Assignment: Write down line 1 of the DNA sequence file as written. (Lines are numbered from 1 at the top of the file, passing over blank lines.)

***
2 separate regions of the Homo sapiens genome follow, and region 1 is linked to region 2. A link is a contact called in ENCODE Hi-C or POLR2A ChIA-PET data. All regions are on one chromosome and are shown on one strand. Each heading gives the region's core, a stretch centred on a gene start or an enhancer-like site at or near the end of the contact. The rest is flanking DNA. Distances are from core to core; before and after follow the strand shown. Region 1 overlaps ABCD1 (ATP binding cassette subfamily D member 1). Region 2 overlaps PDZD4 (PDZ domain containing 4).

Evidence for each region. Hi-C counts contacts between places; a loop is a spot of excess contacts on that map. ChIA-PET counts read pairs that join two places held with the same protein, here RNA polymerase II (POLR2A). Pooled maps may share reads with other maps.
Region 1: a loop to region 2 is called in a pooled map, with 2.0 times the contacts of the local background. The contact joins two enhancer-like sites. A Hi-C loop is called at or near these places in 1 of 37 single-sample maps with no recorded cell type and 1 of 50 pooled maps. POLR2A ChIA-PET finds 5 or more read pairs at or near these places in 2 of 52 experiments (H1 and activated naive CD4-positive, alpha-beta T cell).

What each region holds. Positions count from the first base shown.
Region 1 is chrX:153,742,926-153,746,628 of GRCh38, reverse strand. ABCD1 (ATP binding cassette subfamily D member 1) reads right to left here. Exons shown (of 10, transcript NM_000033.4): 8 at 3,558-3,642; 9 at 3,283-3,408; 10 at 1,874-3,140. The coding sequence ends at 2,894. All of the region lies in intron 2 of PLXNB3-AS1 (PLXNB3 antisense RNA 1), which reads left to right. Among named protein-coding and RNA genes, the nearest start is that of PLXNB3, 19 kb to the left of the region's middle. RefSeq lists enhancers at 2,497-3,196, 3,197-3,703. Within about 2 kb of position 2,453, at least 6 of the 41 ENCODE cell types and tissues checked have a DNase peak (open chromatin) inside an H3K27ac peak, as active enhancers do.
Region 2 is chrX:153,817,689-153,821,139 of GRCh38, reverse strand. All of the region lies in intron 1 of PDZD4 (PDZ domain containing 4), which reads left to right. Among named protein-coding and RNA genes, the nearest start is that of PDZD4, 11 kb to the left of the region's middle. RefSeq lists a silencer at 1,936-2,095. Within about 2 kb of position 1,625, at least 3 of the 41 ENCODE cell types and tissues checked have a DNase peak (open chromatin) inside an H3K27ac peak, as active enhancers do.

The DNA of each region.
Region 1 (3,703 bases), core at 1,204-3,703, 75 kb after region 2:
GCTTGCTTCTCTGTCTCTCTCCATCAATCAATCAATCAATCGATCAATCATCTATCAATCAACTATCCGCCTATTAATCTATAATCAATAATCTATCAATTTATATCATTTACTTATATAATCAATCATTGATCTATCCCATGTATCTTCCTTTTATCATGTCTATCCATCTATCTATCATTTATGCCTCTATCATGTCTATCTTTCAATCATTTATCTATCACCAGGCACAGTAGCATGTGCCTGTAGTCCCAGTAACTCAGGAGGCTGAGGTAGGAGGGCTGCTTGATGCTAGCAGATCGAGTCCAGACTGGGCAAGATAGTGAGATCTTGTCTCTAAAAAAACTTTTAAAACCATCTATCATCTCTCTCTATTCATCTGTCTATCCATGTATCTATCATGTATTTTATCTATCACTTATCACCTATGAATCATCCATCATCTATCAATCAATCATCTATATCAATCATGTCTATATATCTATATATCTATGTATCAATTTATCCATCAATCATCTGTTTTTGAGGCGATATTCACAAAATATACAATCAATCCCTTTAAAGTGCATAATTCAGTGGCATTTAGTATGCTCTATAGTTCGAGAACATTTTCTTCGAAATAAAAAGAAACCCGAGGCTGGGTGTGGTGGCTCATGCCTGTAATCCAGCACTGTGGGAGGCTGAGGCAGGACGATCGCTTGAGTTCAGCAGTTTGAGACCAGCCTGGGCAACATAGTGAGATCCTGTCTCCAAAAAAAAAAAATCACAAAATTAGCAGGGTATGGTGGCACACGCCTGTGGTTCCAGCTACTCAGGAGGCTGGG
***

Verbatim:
2 separate regions of the Homo sapiens genome follow, and region 1 is linked to region 2. A link is a contact called in ENCODE Hi-C or POLR2A ChIA-PET data. All regions are on one chromosome and are shown on one strand. Each heading gives the region's core, a stretch centred on a gene start or an enhancer-like site at or near the end of the contact. The rest is flanking DNA. Distances are from core to core; before and after follow the strand shown. Region 1 overlaps ABCD1 (ATP binding cassette subfamily D member 1). Region 2 overlaps PDZD4 (PDZ domain containing 4).